For a real indulgence, try these rich truffles, which need only a few ingredients and are very simple to make. The only problem is having to give them away - so make plenty. For a pretty gift idea, pack them in ice cream cornets, wrapped in Cellophane and coloured paper.
Dark Chocolate Truffles
- 225g Waitrose Organic Plain Chocolate, broken into small pieces
- 175ml double or whipping cream
- Cocoa powder, icing sugar or finely chopped nuts for rolling and dusting
- Tightly cover a large, heavy chopping board or a baking tray with clingfilm or baking parchment to place the truffles on to set. Place the chocolate in a large mixing bowl, at least 1.75 litres in capacity.
- In a small pan, bring the cream to a rolling boil and immediately pour onto the broken chocolate. Blend thoroughly with a wooden spoon until smooth and all the chocolate has melted.
- Allow the mixture, called a ganache, to cool completely, uncovered, for 1-1½ hours at room temperature until set. (You can speed up the process by placing the bowl in a sink filled with cold water - but don't allow any water to come into contact with the ganache.)
- When the ganache has set, use a teaspoon to scoop out bite-sized pieces. Dust your hands lightly with cocoa powder or icing sugar to prevent them sticking and roll the pieces into balls in the palms of your hands.
- Immediately roll the truffles in sifted cocoa powder, icing sugar or finely chopped nuts, then place on the board or tray and chill in the fridge until set.
The truffles should be kept in an airtight container in the fridge. They will keep for up to 10 days. Dust with a little extra cocoa powder or icing sugar from a sieve or tea strainer before serving to freshen them up.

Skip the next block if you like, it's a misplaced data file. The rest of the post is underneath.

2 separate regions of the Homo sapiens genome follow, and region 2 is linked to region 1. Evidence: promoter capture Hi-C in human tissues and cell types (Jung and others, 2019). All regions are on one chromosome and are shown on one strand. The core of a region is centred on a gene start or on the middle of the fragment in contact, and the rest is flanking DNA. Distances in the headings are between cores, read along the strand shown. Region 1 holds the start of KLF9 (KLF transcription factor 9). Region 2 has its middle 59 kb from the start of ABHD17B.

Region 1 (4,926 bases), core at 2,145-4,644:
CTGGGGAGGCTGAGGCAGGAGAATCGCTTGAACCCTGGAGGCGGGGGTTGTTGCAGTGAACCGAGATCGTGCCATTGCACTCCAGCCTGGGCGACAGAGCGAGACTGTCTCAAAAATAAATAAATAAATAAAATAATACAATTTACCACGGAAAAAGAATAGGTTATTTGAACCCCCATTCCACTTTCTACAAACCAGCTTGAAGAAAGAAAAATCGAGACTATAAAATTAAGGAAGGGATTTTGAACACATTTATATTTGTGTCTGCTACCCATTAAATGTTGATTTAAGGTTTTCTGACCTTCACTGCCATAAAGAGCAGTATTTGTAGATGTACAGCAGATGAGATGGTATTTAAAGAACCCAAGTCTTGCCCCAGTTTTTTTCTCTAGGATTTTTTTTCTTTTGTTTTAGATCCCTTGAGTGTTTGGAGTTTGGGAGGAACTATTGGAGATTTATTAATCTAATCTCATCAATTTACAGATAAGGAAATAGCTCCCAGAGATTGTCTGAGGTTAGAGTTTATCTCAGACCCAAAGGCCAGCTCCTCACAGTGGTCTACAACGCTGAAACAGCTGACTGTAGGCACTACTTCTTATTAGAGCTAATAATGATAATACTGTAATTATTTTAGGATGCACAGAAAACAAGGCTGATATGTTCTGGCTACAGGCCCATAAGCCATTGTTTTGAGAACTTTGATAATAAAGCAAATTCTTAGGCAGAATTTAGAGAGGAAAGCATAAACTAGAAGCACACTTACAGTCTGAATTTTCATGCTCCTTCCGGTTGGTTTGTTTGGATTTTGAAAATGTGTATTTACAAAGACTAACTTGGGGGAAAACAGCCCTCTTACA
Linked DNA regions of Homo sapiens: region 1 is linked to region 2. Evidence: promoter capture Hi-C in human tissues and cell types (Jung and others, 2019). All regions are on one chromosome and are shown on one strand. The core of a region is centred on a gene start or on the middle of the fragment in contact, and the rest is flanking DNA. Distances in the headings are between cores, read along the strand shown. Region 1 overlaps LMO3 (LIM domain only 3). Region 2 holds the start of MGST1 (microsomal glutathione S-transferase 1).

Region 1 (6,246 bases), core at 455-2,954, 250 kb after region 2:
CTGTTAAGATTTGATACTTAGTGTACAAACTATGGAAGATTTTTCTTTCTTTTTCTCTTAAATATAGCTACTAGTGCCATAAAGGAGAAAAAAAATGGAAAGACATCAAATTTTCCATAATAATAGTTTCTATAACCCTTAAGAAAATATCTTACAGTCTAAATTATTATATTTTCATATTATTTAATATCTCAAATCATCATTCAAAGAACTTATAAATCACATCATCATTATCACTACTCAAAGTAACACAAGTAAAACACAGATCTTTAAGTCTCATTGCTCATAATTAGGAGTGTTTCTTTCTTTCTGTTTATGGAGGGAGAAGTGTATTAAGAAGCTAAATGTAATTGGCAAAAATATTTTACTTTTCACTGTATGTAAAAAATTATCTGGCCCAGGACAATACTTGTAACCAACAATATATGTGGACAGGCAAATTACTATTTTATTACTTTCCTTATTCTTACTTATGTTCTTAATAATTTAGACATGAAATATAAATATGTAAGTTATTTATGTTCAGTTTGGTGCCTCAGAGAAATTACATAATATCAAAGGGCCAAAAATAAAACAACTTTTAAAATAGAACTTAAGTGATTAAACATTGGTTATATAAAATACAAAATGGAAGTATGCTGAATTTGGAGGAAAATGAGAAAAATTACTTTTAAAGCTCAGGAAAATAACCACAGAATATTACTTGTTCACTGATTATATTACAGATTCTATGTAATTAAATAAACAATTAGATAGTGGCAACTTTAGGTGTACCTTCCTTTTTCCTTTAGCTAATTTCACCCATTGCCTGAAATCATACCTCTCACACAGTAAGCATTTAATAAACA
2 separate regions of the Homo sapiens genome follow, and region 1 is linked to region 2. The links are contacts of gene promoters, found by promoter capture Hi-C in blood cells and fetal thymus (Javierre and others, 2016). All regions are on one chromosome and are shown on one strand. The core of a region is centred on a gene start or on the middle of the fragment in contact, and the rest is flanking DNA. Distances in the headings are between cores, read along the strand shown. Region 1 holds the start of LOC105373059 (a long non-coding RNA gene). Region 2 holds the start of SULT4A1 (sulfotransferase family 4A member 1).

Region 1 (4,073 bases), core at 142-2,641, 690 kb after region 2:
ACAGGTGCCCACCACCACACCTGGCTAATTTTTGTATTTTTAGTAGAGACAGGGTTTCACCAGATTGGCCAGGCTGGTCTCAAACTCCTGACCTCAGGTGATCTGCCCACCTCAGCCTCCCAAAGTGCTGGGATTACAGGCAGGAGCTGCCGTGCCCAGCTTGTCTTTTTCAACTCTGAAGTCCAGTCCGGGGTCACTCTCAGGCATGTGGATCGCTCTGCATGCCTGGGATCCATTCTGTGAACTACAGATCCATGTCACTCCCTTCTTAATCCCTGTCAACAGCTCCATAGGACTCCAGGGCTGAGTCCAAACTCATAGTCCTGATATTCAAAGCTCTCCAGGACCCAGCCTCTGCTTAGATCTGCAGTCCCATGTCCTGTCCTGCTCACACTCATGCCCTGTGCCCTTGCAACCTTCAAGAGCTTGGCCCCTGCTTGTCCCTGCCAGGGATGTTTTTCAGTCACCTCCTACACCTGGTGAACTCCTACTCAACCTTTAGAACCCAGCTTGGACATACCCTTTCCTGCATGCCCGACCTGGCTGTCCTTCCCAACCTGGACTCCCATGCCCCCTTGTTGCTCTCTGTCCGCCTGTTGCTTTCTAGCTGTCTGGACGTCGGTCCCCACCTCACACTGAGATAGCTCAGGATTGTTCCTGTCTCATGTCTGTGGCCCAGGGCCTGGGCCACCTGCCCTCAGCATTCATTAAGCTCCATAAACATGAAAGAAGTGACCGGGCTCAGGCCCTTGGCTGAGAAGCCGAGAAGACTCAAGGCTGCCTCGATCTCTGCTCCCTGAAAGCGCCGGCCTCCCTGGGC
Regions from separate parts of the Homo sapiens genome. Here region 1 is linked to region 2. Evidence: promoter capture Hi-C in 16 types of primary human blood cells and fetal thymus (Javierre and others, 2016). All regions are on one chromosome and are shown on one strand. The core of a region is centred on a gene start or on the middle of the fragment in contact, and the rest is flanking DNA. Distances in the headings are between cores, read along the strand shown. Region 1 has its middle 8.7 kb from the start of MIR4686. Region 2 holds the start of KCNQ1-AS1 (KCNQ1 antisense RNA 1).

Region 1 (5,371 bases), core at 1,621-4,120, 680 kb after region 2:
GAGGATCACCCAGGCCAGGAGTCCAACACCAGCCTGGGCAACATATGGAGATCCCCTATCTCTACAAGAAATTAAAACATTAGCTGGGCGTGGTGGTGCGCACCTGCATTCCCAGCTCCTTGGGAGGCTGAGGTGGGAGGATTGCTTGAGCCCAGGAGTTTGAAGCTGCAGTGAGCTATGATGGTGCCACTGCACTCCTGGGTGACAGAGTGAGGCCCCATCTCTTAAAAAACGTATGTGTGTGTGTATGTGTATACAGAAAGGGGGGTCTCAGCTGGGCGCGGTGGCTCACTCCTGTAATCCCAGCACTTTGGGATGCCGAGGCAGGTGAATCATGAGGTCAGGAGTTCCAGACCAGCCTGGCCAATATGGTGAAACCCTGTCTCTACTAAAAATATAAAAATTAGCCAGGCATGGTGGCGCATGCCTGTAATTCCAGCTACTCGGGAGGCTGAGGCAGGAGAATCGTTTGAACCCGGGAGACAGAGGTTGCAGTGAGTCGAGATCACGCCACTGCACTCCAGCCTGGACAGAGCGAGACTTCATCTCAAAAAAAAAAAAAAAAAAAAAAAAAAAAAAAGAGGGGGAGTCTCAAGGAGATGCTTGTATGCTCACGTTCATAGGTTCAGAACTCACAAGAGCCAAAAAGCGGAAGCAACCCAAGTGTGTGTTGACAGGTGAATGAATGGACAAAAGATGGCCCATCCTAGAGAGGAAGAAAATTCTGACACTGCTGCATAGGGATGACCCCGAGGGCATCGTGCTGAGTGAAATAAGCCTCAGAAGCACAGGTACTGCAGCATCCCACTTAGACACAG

For milk or white chocolate truffles, simply replace the plain chocolate with 300g Waitrose Organic Milk Chocolate or Waitrose Organic White Chocolate.
More ways with truffles:
You can vary the truffles by adding other flavourings:
For alcoholic truffles, add 75ml rum, brandy, Calvados or any other alcohol you like to the ganache before allowing to cool and set. Generally, the rougher the alcohol the better, as 'fine' alcohols tend to get lost in the depth of flavour of the chocolate.
If you feel confident working with chocolate, you can very gently melt about 175g chocolate and dip the truffles in it before rolling in the cocoa powder or other coatings. This helps the coating stick and gives the truffles a contrasting 'crunch' as you bite into them. A chocolate coating will also help them to keep longer.
- Preparation time: 30 minutes, plus 2½ hours cooling and setting
- Total time: 3 hours
Makes: Makes 45-65 truffles
Average user rating Based on 35 ratings
This recipe was first published in November 2003.